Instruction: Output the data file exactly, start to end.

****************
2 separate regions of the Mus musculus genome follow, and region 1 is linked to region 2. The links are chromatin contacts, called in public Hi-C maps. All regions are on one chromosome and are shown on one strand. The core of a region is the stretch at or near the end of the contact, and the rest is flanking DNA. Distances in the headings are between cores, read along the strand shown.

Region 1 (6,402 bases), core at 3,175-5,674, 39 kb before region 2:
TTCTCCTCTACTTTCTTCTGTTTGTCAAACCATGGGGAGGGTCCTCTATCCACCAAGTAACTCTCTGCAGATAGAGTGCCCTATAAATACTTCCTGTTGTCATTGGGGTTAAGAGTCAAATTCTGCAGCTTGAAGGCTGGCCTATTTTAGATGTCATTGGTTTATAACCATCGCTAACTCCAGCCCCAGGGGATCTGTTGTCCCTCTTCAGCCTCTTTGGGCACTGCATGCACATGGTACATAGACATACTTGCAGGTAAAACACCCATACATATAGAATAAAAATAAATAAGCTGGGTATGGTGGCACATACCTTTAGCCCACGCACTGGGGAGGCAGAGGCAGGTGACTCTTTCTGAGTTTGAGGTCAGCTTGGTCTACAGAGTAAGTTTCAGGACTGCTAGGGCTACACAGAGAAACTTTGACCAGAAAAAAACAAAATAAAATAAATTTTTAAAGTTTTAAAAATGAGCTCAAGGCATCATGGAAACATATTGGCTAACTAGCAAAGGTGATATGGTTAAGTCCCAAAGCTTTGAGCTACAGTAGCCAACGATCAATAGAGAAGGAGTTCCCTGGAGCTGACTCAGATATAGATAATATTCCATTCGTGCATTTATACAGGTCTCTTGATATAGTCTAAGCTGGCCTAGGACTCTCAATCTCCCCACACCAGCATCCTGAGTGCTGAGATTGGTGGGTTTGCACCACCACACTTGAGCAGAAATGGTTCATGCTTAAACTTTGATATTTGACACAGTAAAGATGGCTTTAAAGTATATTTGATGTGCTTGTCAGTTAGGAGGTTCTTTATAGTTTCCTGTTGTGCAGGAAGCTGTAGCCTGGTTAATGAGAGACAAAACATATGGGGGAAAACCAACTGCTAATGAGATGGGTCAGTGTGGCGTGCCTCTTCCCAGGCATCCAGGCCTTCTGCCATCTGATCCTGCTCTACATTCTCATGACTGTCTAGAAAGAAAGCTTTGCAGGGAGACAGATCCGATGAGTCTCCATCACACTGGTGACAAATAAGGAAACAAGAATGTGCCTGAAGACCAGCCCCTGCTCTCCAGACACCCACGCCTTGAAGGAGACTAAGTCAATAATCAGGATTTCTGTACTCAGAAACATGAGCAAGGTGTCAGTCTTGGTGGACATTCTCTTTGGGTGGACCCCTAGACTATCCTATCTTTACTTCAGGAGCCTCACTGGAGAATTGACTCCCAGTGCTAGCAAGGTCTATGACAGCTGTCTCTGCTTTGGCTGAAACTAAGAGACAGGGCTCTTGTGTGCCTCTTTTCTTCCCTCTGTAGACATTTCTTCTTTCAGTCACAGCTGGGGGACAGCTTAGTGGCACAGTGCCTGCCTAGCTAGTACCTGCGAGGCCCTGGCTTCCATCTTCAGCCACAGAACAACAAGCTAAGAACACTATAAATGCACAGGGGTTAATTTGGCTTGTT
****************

2 separate regions of the Mus musculus genome follow, and region 1 is linked to region 2. The links are chromatin contacts, called in public Hi-C maps. All regions are on one chromosome and are shown on one strand. The core of a region is the stretch at or near the end of the contact, and the rest is flanking DNA. Distances in the headings are between cores, read along the strand shown.

Region 1 (6,402 bases), core at 3,175-5,674, 39 kb before region 2:
TTCTCCTCTACTTTCTTCTGTTTGTCAAACCATGGGGAGGGTCCTCTATCCACCAAGTAACTCTCTGCAGATAGAGTGCCCTATAAATACTTCCTGTTGTCATTGGGGTTAAGAGTCAAATTCTGCAGCTTGAAGGCTGGCCTATTTTAGATGTCATTGGTTTATAACCATCGCTAACTCCAGCCCCAGGGGATCTGTTGTCCCTCTTCAGCCTCTTTGGGCACTGCATGCACATGGTACATAGACATACTTGCAGGTAAAACACCCATACATATAGAATAAAAATAAATAAGCTGGGTATGGTGGCACATACCTTTAGCCCACGCACTGGGGAGGCAGAGGCAGGTGACTCTTTCTGAGTTTGAGGTCAGCTTGGTCTACAGAGTAAGTTTCAGGACTGCTAGGGCTACACAGAGAAACTTTGACCAGAAAAAAACAAAATAAAATAAATTTTTAAAGTTTTAAAAATGAGCTCAAGGCATCATGGAAACATATTGGCTAACTAGCAAAGGTGATATGGTTAAGTCCCAAAGCTTTGAGCTACAGTAGCCAACGATCAATAGAGAAGGAGTTCCCTGGAGCTGACTCAGATATAGATAATATTCCATTCGTGCATTTATACAGGTCTCTTGATATAGTCTAAGCTGGCCTAGGACTCTCAATCTCCCCACACCAGCATCCTGAGTGCTGAGATTGGTGGGTTTGCACCACCACACTTGAGCAGAAATGGTTCATGCTTAAACTTTGATATTTGACACAGTAAAGATGGCTTTAAAGTATATTTGATGTGCTTGTCAGTTAGGAGGTTCTTTATAGTTTCCTGTTGTGCAGGAAGCTGTAGCCTGGTTAATGAGAGACAAAACATATGGGGGAAAACCAACTGCTAATGAGATGGGTCAGTGTGGCGTGCCTCTTCCCAGGCATCCAGGCCTTCTGCCATCTGATCCTGCTCTACATTCTCATGACTGTCTAGAAAGAAAGCTTTGCAGGGAGACAGATCCGATGAGTCTCCATCACACTGGTGACAAATAAGGAAACAAGAATGTGCCTGAAGACCAGCCCCTGCTCTCCAGACACCCACGCCTTGAAGGAGACTAAGTCAATAATCAGGATTTCTGTACTCAGAAACATGAGCAAGGTGTCAGTCTTGGTGGACATTCTCTTTGGGTGGACCCCTAGACTATCCTATCTTTACTTCAGGAGCCTCACTGGAGAATTGACTCCCAGTGCTAGCAAGGTCTATGACAGCTGTCTCTGCTTTGGCTGAAACTAAGAGACAGGGCTCTTGTGTGCCTCTTTTCTTCCCTCTGTAGACATTTCTTCTTTCAGTCACAGCTGGGGGACAGCTTAGTGGCACAGTGCCTGCCTAGCTAGTACCTGCGAGGCCCTGGCTTCCATCTTCAGCCACAGAACAACAAGCTAAGAACACTATAAATGCACAGGGGTTAATTTGGCTTGTT